There is, of course, a mid-ground here. We can build monolithic systems that are made up of in-process components, each of which has an explicit well-defined interface and set of responsibilities. This is old-school component-based design that talks about high cohesion and low coupling, but I usually sense some hesitation when I talk about it. And this seems odd to me. Before I explain why, let me quote something from a blog post that I read earlier this morning about the rationale behind a team adopting a microservices approach.

When we started building Karma, we decided to split the project into two main parts: the backend API, and the frontend application. The backend is responsible for handling orders from the store, usage accounting, user management, device management and so forth, while the frontend offers a dashboard for users which accesses this API. Along the way we noticed that if the whole backend API is monolithic it doesn't work very well because everything gets entangled.

The blog post also mentions scaling, versioning and multiple languages/frameworks as other reasons to choose microservices. Again, there are no silver bullets here, everything is a trade-off. Anyway, "everything getting entangled" is not a reason to switch from monoliths to microservices. If you're building a monolithic system and it's turning into a big ball of mud, perhaps you should consider whether you're taking enough care of your software architecture. Do you really understand what the core structural abstractions are in your software? Are their interfaces and responsibilities clear too? If not, why do you think moving to a microservices architecture will help? Sure, the physical separation of services will force you to not take some shortcuts, but you can achieve the same separation between components in a monolith. A little design thinking and an architecturally-evident coding style will help to achieve this without the baggage of going distributed.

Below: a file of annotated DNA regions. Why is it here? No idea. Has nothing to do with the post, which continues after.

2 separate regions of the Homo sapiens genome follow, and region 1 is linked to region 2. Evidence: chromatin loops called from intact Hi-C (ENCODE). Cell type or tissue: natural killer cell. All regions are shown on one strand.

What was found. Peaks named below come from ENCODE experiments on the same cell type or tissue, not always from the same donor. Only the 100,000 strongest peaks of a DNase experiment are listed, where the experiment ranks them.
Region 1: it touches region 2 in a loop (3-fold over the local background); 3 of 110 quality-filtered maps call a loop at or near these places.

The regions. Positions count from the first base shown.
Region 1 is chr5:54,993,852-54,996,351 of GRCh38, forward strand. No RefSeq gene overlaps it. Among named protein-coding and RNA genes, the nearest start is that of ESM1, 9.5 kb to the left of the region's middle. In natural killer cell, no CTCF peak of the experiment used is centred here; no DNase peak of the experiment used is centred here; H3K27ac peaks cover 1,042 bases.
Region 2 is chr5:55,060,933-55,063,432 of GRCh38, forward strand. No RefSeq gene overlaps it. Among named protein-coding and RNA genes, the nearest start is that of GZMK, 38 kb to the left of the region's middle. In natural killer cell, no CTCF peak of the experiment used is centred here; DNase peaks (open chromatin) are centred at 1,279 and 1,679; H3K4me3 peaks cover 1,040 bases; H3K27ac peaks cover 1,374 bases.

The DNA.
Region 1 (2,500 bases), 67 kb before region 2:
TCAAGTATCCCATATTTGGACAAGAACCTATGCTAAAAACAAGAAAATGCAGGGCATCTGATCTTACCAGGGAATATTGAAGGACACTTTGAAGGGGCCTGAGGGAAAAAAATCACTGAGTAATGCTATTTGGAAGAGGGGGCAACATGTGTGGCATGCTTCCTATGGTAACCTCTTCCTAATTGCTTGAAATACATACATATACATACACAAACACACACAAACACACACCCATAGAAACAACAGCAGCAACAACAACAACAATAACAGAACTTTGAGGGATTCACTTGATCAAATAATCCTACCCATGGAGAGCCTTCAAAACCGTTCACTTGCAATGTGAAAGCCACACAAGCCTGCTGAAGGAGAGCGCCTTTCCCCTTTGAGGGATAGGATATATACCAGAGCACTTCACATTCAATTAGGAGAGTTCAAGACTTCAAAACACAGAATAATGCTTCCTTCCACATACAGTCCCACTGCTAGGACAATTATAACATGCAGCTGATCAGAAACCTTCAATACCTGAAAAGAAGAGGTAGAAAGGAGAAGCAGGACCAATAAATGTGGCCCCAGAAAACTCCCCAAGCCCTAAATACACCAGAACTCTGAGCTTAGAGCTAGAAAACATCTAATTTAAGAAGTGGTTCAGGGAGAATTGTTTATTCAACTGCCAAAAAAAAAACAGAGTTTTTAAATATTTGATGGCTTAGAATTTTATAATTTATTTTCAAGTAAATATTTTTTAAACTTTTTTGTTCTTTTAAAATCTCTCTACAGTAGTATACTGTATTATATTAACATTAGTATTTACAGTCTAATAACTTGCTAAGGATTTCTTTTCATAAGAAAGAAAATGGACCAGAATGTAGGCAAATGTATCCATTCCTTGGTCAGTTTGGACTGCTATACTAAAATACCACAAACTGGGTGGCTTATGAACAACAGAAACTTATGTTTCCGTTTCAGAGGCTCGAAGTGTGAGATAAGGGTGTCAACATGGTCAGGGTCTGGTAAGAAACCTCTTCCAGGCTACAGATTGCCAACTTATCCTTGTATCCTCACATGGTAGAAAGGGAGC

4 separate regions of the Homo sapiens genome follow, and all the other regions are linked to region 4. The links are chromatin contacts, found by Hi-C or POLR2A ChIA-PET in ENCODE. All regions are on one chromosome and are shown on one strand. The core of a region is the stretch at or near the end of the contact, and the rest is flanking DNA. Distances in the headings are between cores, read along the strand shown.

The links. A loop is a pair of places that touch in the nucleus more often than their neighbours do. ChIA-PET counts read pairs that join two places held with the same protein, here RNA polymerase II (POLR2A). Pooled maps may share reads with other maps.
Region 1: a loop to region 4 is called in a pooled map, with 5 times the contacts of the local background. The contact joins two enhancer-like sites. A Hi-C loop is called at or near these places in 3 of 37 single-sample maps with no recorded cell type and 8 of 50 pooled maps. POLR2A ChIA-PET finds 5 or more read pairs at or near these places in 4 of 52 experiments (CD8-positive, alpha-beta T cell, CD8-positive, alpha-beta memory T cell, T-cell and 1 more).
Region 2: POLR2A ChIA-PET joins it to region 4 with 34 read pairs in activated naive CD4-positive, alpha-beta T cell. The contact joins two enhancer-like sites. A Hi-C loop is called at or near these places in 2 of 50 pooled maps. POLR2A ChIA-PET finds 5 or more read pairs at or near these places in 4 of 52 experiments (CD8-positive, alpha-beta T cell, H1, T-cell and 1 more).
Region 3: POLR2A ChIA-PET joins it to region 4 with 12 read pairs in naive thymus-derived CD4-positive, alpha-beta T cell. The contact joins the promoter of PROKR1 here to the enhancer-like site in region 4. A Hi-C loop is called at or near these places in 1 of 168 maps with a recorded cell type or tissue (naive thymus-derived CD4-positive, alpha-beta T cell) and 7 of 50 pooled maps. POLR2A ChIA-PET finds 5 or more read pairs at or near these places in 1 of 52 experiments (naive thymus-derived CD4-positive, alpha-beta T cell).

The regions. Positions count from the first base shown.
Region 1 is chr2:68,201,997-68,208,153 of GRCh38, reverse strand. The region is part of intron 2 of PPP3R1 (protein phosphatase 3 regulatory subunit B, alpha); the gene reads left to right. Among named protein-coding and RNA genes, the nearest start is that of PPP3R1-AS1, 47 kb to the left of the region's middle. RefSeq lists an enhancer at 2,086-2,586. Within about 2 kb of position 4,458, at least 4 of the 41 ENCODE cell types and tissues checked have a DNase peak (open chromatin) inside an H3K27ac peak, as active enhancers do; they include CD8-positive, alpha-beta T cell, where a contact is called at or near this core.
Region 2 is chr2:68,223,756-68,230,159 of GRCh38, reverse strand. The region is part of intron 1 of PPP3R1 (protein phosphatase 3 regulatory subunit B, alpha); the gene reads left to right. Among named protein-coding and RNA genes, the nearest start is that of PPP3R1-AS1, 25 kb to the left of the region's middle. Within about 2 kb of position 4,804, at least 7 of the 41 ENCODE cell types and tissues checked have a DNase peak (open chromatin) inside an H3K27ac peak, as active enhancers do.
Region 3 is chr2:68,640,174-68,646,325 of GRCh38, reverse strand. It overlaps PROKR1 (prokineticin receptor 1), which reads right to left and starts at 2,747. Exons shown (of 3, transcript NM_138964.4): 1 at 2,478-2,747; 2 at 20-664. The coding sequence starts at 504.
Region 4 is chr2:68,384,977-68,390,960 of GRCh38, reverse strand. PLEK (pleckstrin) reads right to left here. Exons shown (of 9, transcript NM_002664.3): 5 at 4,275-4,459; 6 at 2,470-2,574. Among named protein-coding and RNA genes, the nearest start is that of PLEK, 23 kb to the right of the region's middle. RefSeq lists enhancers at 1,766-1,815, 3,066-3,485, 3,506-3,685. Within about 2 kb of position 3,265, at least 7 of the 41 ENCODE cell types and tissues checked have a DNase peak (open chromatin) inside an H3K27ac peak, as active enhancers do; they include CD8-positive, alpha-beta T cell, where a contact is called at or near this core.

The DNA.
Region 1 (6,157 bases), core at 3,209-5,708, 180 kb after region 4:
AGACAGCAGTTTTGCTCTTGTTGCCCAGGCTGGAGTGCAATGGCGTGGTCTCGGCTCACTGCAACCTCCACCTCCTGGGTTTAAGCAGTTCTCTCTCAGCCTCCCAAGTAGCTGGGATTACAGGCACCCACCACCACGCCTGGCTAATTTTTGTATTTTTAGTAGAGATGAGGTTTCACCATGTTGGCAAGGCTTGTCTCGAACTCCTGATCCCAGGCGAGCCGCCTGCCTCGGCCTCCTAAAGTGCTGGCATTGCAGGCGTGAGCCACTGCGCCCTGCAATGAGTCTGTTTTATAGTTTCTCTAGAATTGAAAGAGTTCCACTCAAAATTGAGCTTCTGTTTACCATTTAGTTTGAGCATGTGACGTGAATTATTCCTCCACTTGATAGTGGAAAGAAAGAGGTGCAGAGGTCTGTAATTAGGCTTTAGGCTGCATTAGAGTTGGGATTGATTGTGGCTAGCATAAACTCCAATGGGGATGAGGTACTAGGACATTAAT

Many of the teams I've spoken to are building monolithic systems and don't want to look at component-based design. The mid-ground seems to be a hard-sell. I ran a software architecture sketching workshop with a team earlier this year where we diagrammed one of their software systems. The diagram started as a strictly layered architecture (presentation, business services, data access) with all arrows pointing downwards and each layer only ever calling the layer directly beneath it. The code told a different story though and the eventual diagram didn't look so neat anymore. We discussed how adopting a package by component approach could fix some of these problems, but the response was, "meh, we like building software using layers".

It seems as if teams are jumping on microservices because they're sexy, but the design thinking and decomposition strategy required to create a good microservices architecture are the same as those needed to create a well structured monolith. If teams find it hard to create a well structured monolith, I don't rate their chances of creating a well structured microservices architecture. As Michael Feathers recently said, "There's a bit of overhead involved in implementing each microservice. If they ever become as easy to create as classes, people will have a freer hand to create trouble - hulking monoliths at a different scale.". I agree. A world of distributed big balls of mud worries me.

 

Published at DZone with permission of Simon Brown, author and DZone MVB. (source)